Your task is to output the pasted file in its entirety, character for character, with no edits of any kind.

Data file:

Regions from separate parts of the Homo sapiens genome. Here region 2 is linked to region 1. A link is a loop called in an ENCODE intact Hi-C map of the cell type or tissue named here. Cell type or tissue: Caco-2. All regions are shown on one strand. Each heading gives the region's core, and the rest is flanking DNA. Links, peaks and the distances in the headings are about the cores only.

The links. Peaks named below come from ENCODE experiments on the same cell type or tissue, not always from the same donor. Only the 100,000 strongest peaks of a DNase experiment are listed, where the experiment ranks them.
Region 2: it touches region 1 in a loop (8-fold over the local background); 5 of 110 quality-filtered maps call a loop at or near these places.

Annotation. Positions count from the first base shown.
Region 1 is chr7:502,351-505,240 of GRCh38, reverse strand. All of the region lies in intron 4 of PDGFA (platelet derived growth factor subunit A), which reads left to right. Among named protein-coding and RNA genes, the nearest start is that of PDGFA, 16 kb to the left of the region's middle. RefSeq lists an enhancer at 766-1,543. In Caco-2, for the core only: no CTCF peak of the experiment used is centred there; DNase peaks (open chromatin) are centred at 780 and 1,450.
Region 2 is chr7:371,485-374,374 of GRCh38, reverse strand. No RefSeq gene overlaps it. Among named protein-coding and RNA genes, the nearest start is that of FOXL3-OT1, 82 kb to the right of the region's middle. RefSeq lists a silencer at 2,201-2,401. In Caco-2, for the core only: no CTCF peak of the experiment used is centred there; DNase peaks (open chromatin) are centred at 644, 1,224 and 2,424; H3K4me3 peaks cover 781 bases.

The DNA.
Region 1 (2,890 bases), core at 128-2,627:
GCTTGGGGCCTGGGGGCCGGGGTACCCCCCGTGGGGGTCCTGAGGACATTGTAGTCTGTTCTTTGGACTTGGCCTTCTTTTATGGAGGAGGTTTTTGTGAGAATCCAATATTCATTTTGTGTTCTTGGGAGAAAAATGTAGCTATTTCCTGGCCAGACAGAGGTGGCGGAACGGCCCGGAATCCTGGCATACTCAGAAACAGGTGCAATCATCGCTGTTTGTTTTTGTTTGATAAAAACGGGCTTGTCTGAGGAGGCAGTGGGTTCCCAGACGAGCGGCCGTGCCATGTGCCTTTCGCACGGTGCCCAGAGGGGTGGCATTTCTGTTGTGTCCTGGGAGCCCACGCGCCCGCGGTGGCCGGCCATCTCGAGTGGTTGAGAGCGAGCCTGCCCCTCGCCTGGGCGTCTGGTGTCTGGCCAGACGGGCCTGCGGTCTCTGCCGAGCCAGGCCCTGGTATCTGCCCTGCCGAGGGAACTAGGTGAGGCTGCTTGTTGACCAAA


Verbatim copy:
Regions from separate parts of the Homo sapiens genome. Here region 2 is linked to region 1. A link is a loop called in an ENCODE intact Hi-C map of the cell type or tissue named here. Cell type or tissue: Caco-2. All regions are shown on one strand. Each heading gives the region's core, and the rest is flanking DNA. Links, peaks and the distances in the headings are about the cores only.

The links. Peaks named below come from ENCODE experiments on the same cell type or tissue, not always from the same donor. Only the 100,000 strongest peaks of a DNase experiment are listed, where the experiment ranks them.
Region 2: it touches region 1 in a loop (8-fold over the local background); 5 of 110 quality-filtered maps call a loop at or near these places.

Annotation. Positions count from the first base shown.
Region 1 is chr7:502,351-505,240 of GRCh38, reverse strand. All of the region lies in intron 4 of PDGFA (platelet derived growth factor subunit A), which reads left to right. Among named protein-coding and RNA genes, the nearest start is that of PDGFA, 16 kb to the left of the region's middle. RefSeq lists an enhancer at 766-1,543. In Caco-2, for the core only: no CTCF peak of the experiment used is centred there; DNase peaks (open chromatin) are centred at 780 and 1,450.
Region 2 is chr7:371,485-374,374 of GRCh38, reverse strand. No RefSeq gene overlaps it. Among named protein-coding and RNA genes, the nearest start is that of FOXL3-OT1, 82 kb to the right of the region's middle. RefSeq lists a silencer at 2,201-2,401. In Caco-2, for the core only: no CTCF peak of the experiment used is centred there; DNase peaks (open chromatin) are centred at 644, 1,224 and 2,424; H3K4me3 peaks cover 781 bases.

The DNA.
Region 1 (2,890 bases), core at 128-2,627:
GCTTGGGGCCTGGGGGCCGGGGTACCCCCCGTGGGGGTCCTGAGGACATTGTAGTCTGTTCTTTGGACTTGGCCTTCTTTTATGGAGGAGGTTTTTGTGAGAATCCAATATTCATTTTGTGTTCTTGGGAGAAAAATGTAGCTATTTCCTGGCCAGACAGAGGTGGCGGAACGGCCCGGAATCCTGGCATACTCAGAAACAGGTGCAATCATCGCTGTTTGTTTTTGTTTGATAAAAACGGGCTTGTCTGAGGAGGCAGTGGGTTCCCAGACGAGCGGCCGTGCCATGTGCCTTTCGCACGGTGCCCAGAGGGGTGGCATTTCTGTTGTGTCCTGGGAGCCCACGCGCCCGCGGTGGCCGGCCATCTCGAGTGGTTGAGAGCGAGCCTGCCCCTCGCCTGGGCGTCTGGTGTCTGGCCAGACGGGCCTGCGGTCTCTGCCGAGCCAGGCCCTGGTATCTGCCCTGCCGAGGGAACTAGGTGAGGCTGCTTGTTGACCAAA